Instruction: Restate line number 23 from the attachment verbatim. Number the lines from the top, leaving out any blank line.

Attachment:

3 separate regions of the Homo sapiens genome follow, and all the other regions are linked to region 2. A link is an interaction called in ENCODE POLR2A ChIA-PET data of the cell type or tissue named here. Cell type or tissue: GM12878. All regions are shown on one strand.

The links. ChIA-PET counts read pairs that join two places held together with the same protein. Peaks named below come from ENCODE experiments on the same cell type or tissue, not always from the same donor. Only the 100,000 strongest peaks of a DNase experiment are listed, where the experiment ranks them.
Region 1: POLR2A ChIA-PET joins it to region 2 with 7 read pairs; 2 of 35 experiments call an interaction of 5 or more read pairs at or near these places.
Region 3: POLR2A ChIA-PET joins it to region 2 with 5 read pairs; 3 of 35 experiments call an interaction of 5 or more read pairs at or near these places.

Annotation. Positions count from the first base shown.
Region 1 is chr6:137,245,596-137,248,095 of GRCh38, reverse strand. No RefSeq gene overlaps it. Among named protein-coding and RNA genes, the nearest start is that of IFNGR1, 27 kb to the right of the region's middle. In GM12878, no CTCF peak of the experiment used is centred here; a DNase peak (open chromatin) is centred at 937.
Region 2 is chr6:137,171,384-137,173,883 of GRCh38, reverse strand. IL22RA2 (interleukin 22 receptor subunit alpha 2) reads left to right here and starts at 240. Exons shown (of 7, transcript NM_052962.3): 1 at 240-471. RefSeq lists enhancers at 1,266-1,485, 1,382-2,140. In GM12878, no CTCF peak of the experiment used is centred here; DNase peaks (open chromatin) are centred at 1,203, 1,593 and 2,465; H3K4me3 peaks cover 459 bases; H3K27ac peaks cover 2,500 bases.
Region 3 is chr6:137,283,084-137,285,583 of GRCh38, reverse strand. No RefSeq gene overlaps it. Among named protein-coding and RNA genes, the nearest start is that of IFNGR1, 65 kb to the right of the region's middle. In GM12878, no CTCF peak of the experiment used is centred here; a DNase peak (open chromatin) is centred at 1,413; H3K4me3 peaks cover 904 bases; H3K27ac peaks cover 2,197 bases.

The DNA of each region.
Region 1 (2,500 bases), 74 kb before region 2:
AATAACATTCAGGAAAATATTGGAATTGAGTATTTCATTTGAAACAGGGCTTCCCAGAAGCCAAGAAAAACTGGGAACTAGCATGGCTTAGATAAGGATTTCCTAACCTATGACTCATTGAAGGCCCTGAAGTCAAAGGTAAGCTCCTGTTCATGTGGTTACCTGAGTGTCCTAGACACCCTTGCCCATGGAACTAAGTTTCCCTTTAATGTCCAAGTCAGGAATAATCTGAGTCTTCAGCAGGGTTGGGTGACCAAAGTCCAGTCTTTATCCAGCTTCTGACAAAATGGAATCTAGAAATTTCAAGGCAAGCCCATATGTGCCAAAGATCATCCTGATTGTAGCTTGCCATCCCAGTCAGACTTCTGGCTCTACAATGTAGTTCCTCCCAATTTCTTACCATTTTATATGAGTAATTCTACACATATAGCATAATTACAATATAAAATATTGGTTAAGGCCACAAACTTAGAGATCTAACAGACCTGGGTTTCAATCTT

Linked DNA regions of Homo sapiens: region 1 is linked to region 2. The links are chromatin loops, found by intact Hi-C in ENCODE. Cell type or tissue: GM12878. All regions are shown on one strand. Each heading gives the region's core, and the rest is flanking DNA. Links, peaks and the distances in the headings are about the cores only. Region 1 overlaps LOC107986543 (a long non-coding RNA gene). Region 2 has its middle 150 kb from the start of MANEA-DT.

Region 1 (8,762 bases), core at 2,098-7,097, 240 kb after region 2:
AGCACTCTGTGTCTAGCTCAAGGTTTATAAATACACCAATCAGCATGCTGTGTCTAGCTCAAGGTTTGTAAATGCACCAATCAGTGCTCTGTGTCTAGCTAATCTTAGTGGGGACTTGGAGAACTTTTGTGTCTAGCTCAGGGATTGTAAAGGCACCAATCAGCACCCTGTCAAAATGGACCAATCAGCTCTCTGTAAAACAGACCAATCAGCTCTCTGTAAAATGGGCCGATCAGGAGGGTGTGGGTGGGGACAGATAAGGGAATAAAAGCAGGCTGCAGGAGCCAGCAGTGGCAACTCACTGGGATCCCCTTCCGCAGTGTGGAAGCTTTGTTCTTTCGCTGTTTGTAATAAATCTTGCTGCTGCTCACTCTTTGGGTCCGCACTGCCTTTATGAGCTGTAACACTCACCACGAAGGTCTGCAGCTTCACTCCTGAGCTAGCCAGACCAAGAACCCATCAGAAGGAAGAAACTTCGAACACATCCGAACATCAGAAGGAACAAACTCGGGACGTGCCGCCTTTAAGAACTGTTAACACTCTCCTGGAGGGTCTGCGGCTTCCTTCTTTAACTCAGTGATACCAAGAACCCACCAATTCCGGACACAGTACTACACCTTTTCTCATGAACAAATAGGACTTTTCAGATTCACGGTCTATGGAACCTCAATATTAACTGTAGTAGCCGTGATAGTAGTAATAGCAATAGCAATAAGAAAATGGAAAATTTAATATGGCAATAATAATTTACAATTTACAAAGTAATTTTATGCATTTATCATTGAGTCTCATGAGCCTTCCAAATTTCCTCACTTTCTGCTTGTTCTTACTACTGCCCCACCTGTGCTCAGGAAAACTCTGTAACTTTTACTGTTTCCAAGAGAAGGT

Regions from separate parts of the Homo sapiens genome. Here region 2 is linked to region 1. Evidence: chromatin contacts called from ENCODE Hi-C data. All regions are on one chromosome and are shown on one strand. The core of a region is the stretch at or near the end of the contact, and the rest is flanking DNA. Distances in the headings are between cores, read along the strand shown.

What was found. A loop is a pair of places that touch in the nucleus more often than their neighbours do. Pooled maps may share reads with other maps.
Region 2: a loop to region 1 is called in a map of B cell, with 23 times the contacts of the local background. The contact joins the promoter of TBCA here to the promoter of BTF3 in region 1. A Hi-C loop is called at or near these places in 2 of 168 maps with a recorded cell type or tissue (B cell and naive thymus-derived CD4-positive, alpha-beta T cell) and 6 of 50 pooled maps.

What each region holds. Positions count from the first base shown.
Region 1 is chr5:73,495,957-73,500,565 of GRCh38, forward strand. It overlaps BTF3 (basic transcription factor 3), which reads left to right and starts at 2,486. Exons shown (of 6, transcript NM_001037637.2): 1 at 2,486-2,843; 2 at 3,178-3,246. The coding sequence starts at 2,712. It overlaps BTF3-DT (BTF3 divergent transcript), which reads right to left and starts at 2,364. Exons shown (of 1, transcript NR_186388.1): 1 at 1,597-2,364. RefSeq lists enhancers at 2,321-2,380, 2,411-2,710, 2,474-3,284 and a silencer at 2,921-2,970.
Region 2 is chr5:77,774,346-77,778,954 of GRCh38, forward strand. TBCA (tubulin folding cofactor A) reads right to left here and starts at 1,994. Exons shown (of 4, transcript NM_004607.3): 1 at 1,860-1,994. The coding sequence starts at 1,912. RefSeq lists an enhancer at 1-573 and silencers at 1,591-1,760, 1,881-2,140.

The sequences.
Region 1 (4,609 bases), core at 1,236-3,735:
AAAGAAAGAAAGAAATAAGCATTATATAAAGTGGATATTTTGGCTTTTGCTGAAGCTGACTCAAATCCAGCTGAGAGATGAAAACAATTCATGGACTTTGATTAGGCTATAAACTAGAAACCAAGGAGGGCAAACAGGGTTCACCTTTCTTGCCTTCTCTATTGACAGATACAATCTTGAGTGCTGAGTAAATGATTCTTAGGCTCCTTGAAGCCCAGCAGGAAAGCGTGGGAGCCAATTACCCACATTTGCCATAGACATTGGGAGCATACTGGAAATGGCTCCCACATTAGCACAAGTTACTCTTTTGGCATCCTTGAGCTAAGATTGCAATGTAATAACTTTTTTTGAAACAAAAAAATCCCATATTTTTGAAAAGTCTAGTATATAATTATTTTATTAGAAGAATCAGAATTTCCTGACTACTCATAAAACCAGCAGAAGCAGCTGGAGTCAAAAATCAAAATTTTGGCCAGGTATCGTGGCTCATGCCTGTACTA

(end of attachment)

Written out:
AAAGAAAGAAAGAAATAAGCATTATATAAAGTGGATATTTTGGCTTTTGCTGAAGCTGACTCAAATCCAGCTGAGAGATGAAAACAATTCATGGACTTTGATTAGGCTATAAACTAGAAACCAAGGAGGGCAAACAGGGTTCACCTTTCTTGCCTTCTCTATTGACAGATACAATCTTGAGTGCTGAGTAAATGATTCTTAGGCTCCTTGAAGCCCAGCAGGAAAGCGTGGGAGCCAATTACCCACATTTGCCATAGACATTGGGAGCATACTGGAAATGGCTCCCACATTAGCACAAGTTACTCTTTTGGCATCCTTGAGCTAAGATTGCAATGTAATAACTTTTTTTGAAACAAAAAAATCCCATATTTTTGAAAAGTCTAGTATATAATTATTTTATTAGAAGAATCAGAATTTCCTGACTACTCATAAAACCAGCAGAAGCAGCTGGAGTCAAAAATCAAAATTTTGGCCAGGTATCGTGGCTCATGCCTGTACTA